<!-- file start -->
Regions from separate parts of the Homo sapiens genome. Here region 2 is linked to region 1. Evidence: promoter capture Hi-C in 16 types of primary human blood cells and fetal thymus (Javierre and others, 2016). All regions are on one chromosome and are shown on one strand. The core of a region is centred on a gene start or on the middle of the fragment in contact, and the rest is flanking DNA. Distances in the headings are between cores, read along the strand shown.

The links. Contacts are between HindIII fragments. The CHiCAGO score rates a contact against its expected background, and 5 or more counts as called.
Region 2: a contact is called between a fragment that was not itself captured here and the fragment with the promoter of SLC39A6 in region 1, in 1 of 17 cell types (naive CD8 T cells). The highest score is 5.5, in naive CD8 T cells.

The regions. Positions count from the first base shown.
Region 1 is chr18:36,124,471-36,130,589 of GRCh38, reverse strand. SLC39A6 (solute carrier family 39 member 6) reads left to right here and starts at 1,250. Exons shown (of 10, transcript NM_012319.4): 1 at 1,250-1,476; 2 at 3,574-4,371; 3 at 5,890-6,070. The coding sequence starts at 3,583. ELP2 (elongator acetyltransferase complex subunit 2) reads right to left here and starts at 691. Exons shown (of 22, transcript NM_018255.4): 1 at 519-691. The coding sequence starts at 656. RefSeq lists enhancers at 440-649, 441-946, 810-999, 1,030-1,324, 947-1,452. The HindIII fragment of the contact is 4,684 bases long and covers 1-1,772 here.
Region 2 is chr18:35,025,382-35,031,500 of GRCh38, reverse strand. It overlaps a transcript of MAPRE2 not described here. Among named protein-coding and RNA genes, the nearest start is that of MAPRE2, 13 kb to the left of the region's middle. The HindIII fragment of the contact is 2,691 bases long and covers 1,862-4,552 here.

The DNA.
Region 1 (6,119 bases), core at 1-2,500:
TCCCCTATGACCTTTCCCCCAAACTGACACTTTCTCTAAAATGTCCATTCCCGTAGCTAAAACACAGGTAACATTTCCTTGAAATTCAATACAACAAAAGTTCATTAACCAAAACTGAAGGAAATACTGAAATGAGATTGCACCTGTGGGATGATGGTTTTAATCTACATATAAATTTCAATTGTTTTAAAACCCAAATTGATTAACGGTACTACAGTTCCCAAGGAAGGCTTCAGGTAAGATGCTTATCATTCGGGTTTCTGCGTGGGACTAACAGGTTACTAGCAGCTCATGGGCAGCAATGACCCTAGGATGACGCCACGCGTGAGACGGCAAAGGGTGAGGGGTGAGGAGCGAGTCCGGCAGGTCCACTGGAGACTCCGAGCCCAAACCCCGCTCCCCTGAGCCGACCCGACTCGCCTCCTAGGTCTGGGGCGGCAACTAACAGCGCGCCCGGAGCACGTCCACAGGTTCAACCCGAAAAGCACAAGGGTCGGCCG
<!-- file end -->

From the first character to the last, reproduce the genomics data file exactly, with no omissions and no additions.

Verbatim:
Regions from separate parts of the Homo sapiens genome. Here region 2 is linked to region 1. Evidence: promoter capture Hi-C in 16 types of primary human blood cells and fetal thymus (Javierre and others, 2016). All regions are on one chromosome and are shown on one strand. The core of a region is centred on a gene start or on the middle of the fragment in contact, and the rest is flanking DNA. Distances in the headings are between cores, read along the strand shown.

The links. Contacts are between HindIII fragments. The CHiCAGO score rates a contact against its expected background, and 5 or more counts as called.
Region 2: a contact is called between a fragment that was not itself captured here and the fragment with the promoter of SLC39A6 in region 1, in 1 of 17 cell types (naive CD8 T cells). The highest score is 5.5, in naive CD8 T cells.

The regions. Positions count from the first base shown.
Region 1 is chr18:36,124,471-36,130,589 of GRCh38, reverse strand. SLC39A6 (solute carrier family 39 member 6) reads left to right here and starts at 1,250. Exons shown (of 10, transcript NM_012319.4): 1 at 1,250-1,476; 2 at 3,574-4,371; 3 at 5,890-6,070. The coding sequence starts at 3,583. ELP2 (elongator acetyltransferase complex subunit 2) reads right to left here and starts at 691. Exons shown (of 22, transcript NM_018255.4): 1 at 519-691. The coding sequence starts at 656. RefSeq lists enhancers at 440-649, 441-946, 810-999, 1,030-1,324, 947-1,452. The HindIII fragment of the contact is 4,684 bases long and covers 1-1,772 here.
Region 2 is chr18:35,025,382-35,031,500 of GRCh38, reverse strand. It overlaps a transcript of MAPRE2 not described here. Among named protein-coding and RNA genes, the nearest start is that of MAPRE2, 13 kb to the left of the region's middle. The HindIII fragment of the contact is 2,691 bases long and covers 1,862-4,552 here.

The DNA.
Region 1 (6,119 bases), core at 1-2,500:
TCCCCTATGACCTTTCCCCCAAACTGACACTTTCTCTAAAATGTCCATTCCCGTAGCTAAAACACAGGTAACATTTCCTTGAAATTCAATACAACAAAAGTTCATTAACCAAAACTGAAGGAAATACTGAAATGAGATTGCACCTGTGGGATGATGGTTTTAATCTACATATAAATTTCAATTGTTTTAAAACCCAAATTGATTAACGGTACTACAGTTCCCAAGGAAGGCTTCAGGTAAGATGCTTATCATTCGGGTTTCTGCGTGGGACTAACAGGTTACTAGCAGCTCATGGGCAGCAATGACCCTAGGATGACGCCACGCGTGAGACGGCAAAGGGTGAGGGGTGAGGAGCGAGTCCGGCAGGTCCACTGGAGACTCCGAGCCCAAACCCCGCTCCCCTGAGCCGACCCGACTCGCCTCCTAGGTCTGGGGCGGCAACTAACAGCGCGCCCGGAGCACGTCCACAGGTTCAACCCGAAAAGCACAAGGGTCGGCCG